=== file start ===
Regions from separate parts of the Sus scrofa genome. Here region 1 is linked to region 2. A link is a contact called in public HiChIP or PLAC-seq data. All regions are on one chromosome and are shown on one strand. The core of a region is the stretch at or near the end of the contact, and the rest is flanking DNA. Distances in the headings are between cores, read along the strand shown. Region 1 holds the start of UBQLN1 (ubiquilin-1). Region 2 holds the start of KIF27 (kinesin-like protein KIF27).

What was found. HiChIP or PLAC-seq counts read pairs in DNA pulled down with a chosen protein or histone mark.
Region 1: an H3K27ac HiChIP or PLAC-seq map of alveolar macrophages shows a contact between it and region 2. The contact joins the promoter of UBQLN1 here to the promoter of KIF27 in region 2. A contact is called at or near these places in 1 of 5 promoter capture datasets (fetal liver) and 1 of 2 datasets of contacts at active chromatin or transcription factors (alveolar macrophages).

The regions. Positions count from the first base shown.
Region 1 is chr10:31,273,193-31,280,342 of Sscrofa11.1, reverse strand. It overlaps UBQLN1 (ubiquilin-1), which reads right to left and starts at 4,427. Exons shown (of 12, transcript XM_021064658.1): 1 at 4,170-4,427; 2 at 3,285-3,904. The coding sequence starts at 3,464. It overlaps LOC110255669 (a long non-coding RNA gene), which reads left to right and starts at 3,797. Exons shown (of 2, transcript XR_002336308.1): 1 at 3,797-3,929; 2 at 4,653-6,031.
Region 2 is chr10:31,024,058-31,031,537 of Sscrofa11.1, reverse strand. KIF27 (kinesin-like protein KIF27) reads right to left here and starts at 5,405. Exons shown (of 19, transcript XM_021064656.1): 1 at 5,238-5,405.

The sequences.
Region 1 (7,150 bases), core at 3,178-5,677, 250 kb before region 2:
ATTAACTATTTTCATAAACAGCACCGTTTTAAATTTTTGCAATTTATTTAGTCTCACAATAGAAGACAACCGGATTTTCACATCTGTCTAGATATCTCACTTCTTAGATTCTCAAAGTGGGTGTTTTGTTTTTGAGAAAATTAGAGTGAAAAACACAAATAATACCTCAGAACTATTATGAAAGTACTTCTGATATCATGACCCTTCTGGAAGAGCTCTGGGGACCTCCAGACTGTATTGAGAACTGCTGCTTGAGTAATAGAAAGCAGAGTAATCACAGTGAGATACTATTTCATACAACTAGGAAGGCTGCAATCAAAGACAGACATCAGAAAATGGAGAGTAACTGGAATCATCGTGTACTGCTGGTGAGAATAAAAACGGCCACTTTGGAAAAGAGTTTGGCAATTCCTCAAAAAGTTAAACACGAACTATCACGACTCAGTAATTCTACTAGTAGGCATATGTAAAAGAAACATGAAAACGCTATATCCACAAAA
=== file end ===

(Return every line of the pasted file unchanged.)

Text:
Regions from separate parts of the Sus scrofa genome. Here region 1 is linked to region 2. A link is a contact called in public HiChIP or PLAC-seq data. All regions are on one chromosome and are shown on one strand. The core of a region is the stretch at or near the end of the contact, and the rest is flanking DNA. Distances in the headings are between cores, read along the strand shown. Region 1 holds the start of UBQLN1 (ubiquilin-1). Region 2 holds the start of KIF27 (kinesin-like protein KIF27).

What was found. HiChIP or PLAC-seq counts read pairs in DNA pulled down with a chosen protein or histone mark.
Region 1: an H3K27ac HiChIP or PLAC-seq map of alveolar macrophages shows a contact between it and region 2. The contact joins the promoter of UBQLN1 here to the promoter of KIF27 in region 2. A contact is called at or near these places in 1 of 5 promoter capture datasets (fetal liver) and 1 of 2 datasets of contacts at active chromatin or transcription factors (alveolar macrophages).

The regions. Positions count from the first base shown.
Region 1 is chr10:31,273,193-31,280,342 of Sscrofa11.1, reverse strand. It overlaps UBQLN1 (ubiquilin-1), which reads right to left and starts at 4,427. Exons shown (of 12, transcript XM_021064658.1): 1 at 4,170-4,427; 2 at 3,285-3,904. The coding sequence starts at 3,464. It overlaps LOC110255669 (a long non-coding RNA gene), which reads left to right and starts at 3,797. Exons shown (of 2, transcript XR_002336308.1): 1 at 3,797-3,929; 2 at 4,653-6,031.
Region 2 is chr10:31,024,058-31,031,537 of Sscrofa11.1, reverse strand. KIF27 (kinesin-like protein KIF27) reads right to left here and starts at 5,405. Exons shown (of 19, transcript XM_021064656.1): 1 at 5,238-5,405.

The sequences.
Region 1 (7,150 bases), core at 3,178-5,677, 250 kb before region 2:
ATTAACTATTTTCATAAACAGCACCGTTTTAAATTTTTGCAATTTATTTAGTCTCACAATAGAAGACAACCGGATTTTCACATCTGTCTAGATATCTCACTTCTTAGATTCTCAAAGTGGGTGTTTTGTTTTTGAGAAAATTAGAGTGAAAAACACAAATAATACCTCAGAACTATTATGAAAGTACTTCTGATATCATGACCCTTCTGGAAGAGCTCTGGGGACCTCCAGACTGTATTGAGAACTGCTGCTTGAGTAATAGAAAGCAGAGTAATCACAGTGAGATACTATTTCATACAACTAGGAAGGCTGCAATCAAAGACAGACATCAGAAAATGGAGAGTAACTGGAATCATCGTGTACTGCTGGTGAGAATAAAAACGGCCACTTTGGAAAAGAGTTTGGCAATTCCTCAAAAAGTTAAACACGAACTATCACGACTCAGTAATTCTACTAGTAGGCATATGTAAAAGAAACATGAAAACGCTATATCCACAAAA